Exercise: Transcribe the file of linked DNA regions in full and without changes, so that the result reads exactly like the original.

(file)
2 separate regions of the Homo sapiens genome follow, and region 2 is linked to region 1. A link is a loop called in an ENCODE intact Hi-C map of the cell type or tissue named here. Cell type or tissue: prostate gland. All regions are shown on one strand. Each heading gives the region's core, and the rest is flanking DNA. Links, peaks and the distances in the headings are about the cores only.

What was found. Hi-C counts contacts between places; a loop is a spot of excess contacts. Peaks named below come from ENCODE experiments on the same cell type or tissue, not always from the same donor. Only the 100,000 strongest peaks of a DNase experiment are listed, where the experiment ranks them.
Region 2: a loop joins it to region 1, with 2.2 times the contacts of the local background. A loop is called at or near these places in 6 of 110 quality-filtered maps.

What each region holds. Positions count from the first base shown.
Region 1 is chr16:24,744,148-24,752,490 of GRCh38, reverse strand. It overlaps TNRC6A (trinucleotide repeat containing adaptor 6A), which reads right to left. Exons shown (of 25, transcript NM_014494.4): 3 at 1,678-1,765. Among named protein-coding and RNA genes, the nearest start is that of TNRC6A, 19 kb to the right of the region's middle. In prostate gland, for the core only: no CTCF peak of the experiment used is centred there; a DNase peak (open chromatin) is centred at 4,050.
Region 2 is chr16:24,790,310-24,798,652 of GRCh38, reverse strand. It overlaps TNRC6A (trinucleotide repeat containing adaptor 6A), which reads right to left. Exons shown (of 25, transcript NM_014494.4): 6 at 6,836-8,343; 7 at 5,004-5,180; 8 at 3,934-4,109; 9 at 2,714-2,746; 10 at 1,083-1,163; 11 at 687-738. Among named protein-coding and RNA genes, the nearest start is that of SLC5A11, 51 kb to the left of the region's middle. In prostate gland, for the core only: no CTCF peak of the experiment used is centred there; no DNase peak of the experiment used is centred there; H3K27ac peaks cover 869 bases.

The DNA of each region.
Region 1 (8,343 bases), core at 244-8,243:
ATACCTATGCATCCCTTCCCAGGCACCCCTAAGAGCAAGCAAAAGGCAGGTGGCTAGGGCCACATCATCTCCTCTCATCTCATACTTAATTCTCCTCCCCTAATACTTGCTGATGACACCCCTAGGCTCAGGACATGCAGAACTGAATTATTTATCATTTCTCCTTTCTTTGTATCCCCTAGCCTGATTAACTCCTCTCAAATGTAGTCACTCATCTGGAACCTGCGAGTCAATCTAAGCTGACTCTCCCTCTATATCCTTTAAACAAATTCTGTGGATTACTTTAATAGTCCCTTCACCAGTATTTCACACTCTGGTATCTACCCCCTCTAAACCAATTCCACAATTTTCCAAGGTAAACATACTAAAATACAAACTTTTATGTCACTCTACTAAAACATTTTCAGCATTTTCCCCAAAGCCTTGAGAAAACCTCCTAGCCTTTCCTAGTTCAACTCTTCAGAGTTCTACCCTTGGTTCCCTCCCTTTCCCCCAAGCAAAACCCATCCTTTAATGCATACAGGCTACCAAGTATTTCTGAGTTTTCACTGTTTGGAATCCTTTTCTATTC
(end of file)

2 separate regions of the Homo sapiens genome follow, and region 2 is linked to region 1. A link is a loop called in an ENCODE intact Hi-C map of the cell type or tissue named here. Cell type or tissue: prostate gland. All regions are shown on one strand. Each heading gives the region's core, and the rest is flanking DNA. Links, peaks and the distances in the headings are about the cores only.

What was found. Hi-C counts contacts between places; a loop is a spot of excess contacts. Peaks named below come from ENCODE experiments on the same cell type or tissue, not always from the same donor. Only the 100,000 strongest peaks of a DNase experiment are listed, where the experiment ranks them.
Region 2: a loop joins it to region 1, with 2.2 times the contacts of the local background. A loop is called at or near these places in 6 of 110 quality-filtered maps.

What each region holds. Positions count from the first base shown.
Region 1 is chr16:24,744,148-24,752,490 of GRCh38, reverse strand. It overlaps TNRC6A (trinucleotide repeat containing adaptor 6A), which reads right to left. Exons shown (of 25, transcript NM_014494.4): 3 at 1,678-1,765. Among named protein-coding and RNA genes, the nearest start is that of TNRC6A, 19 kb to the right of the region's middle. In prostate gland, for the core only: no CTCF peak of the experiment used is centred there; a DNase peak (open chromatin) is centred at 4,050.
Region 2 is chr16:24,790,310-24,798,652 of GRCh38, reverse strand. It overlaps TNRC6A (trinucleotide repeat containing adaptor 6A), which reads right to left. Exons shown (of 25, transcript NM_014494.4): 6 at 6,836-8,343; 7 at 5,004-5,180; 8 at 3,934-4,109; 9 at 2,714-2,746; 10 at 1,083-1,163; 11 at 687-738. Among named protein-coding and RNA genes, the nearest start is that of SLC5A11, 51 kb to the left of the region's middle. In prostate gland, for the core only: no CTCF peak of the experiment used is centred there; no DNase peak of the experiment used is centred there; H3K27ac peaks cover 869 bases.

The DNA of each region.
Region 1 (8,343 bases), core at 244-8,243:
ATACCTATGCATCCCTTCCCAGGCACCCCTAAGAGCAAGCAAAAGGCAGGTGGCTAGGGCCACATCATCTCCTCTCATCTCATACTTAATTCTCCTCCCCTAATACTTGCTGATGACACCCCTAGGCTCAGGACATGCAGAACTGAATTATTTATCATTTCTCCTTTCTTTGTATCCCCTAGCCTGATTAACTCCTCTCAAATGTAGTCACTCATCTGGAACCTGCGAGTCAATCTAAGCTGACTCTCCCTCTATATCCTTTAAACAAATTCTGTGGATTACTTTAATAGTCCCTTCACCAGTATTTCACACTCTGGTATCTACCCCCTCTAAACCAATTCCACAATTTTCCAAGGTAAACATACTAAAATACAAACTTTTATGTCACTCTACTAAAACATTTTCAGCATTTTCCCCAAAGCCTTGAGAAAACCTCCTAGCCTTTCCTAGTTCAACTCTTCAGAGTTCTACCCTTGGTTCCCTCCCTTTCCCCCAAGCAAAACCCATCCTTTAATGCATACAGGCTACCAAGTATTTCTGAGTTTTCACTGTTTGGAATCCTTTTCTATTC